Cell differentiation without morphogenesis in Dictyostelium discoideum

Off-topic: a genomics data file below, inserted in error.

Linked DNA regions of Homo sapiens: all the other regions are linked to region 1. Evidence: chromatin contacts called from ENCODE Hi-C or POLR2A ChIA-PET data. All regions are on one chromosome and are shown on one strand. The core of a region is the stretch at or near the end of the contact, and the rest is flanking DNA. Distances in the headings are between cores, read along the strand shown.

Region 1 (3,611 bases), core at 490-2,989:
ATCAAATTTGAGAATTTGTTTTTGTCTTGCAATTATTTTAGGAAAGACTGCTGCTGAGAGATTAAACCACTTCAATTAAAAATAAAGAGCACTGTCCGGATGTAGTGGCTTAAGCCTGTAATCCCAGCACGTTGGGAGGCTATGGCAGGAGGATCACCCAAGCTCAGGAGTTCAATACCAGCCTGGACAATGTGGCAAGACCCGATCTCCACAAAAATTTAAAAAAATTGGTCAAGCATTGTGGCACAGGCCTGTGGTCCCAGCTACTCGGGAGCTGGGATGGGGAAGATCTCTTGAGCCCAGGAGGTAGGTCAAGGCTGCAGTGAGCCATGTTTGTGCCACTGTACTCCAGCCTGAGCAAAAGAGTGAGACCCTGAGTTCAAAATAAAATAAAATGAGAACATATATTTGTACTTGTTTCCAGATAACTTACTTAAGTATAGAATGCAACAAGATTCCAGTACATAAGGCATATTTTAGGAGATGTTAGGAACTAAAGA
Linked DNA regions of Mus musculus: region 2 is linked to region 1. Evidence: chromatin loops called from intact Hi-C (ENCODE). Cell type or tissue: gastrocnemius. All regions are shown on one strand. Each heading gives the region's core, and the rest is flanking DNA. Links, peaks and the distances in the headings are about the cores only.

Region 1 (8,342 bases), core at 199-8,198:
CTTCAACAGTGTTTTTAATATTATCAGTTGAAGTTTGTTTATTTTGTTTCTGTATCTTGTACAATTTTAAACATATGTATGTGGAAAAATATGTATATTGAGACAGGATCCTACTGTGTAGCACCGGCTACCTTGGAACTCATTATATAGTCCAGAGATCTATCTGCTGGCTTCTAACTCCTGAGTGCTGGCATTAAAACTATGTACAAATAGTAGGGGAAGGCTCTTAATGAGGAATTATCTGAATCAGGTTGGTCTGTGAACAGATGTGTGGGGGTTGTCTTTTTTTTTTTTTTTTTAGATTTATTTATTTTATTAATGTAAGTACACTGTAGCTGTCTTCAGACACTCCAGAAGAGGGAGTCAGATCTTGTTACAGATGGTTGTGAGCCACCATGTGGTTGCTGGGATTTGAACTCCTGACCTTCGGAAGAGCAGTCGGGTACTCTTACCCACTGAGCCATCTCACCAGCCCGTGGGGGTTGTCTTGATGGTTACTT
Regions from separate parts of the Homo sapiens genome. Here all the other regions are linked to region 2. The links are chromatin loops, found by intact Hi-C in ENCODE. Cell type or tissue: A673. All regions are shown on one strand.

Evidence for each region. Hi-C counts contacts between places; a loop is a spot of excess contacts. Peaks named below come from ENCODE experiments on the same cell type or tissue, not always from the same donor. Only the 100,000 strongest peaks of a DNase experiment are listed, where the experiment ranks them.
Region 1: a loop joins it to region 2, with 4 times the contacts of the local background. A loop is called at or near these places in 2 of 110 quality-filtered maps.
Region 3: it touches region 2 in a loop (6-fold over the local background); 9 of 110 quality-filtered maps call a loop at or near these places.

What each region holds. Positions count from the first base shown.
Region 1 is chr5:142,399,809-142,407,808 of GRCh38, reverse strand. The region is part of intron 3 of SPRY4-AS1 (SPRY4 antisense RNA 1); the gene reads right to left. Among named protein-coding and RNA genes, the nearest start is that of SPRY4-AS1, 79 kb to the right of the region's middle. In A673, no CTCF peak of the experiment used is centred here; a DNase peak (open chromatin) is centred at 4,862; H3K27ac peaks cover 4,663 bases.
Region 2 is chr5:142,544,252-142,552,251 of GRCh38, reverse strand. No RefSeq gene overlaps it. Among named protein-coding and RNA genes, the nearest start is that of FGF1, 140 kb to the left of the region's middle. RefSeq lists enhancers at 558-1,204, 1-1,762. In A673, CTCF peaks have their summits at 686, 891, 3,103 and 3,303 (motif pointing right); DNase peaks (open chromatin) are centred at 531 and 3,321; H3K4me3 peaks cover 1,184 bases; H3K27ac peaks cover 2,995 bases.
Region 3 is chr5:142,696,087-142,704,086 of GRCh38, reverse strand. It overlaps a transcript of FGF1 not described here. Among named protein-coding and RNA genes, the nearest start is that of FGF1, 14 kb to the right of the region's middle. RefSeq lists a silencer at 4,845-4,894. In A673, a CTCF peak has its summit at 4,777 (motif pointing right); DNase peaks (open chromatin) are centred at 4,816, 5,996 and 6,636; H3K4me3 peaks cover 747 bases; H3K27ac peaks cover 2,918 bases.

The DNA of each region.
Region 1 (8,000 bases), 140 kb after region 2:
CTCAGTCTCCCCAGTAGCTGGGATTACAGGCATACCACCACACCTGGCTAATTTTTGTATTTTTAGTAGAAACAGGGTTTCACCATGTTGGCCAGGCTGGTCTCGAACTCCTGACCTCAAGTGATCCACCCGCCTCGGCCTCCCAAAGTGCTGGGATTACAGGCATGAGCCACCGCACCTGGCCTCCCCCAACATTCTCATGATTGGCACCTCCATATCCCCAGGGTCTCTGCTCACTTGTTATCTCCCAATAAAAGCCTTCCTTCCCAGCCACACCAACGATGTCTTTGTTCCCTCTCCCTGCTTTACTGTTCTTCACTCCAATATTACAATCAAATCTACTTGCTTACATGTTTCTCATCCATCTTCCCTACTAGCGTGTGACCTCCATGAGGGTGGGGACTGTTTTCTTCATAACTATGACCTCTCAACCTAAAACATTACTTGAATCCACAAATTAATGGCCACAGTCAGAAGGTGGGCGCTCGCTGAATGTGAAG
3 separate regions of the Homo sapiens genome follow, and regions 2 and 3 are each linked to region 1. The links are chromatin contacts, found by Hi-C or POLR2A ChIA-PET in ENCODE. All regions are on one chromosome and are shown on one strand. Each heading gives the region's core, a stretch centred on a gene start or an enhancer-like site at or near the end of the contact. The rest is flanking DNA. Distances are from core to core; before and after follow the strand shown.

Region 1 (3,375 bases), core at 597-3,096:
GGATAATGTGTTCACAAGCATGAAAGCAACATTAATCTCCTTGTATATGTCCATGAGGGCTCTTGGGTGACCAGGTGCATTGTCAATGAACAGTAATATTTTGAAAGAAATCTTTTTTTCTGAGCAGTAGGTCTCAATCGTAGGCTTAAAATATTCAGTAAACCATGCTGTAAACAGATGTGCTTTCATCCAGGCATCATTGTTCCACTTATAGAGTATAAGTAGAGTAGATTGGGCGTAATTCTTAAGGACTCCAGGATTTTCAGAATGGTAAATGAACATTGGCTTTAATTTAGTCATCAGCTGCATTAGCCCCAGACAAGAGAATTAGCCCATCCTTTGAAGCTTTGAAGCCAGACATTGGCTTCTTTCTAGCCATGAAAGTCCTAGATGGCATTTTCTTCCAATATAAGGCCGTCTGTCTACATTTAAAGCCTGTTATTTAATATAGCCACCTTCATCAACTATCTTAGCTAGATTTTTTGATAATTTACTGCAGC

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To understand pattern formation in an organism one needs to know what factors control the differentiation of each cell type and what elements are responsible for the spatial arrangement of these cell types. In the cellular slime mould Dictyostelium discoideum, the problem is relatively simple since the mature fruiting body consists of two basic cell types—stalk cells and spores. The stalk cells of the mature fruiting body are derived from the anterior cells of the multicellular masses formed by aggregation, whereas the spores are derived from the posterior cells1. Cells that are plated at a density too low for aggregation, or are allowed to aggregate under water do not normally differentiate into stalk or spore cells. In many of our experiments we have made use of the fact that cells plated on agar at any density fail to undergo development beyond the stage of aggregation if they are covered by a thin layer of Cellophane. In this paper we present observations on cell differentiation which derive from the original report of Bonner2 of stalk-cell induction by cyclic AMP in isolated cells. We have found that stalk-cell induction by cyclic AMP is markedly dependent on cell density, and present evidence for the involvement of a low molecular weight diffusible factor in this process. We also describe the isolation of a mutant which gives rise to spore cells under cellophane.

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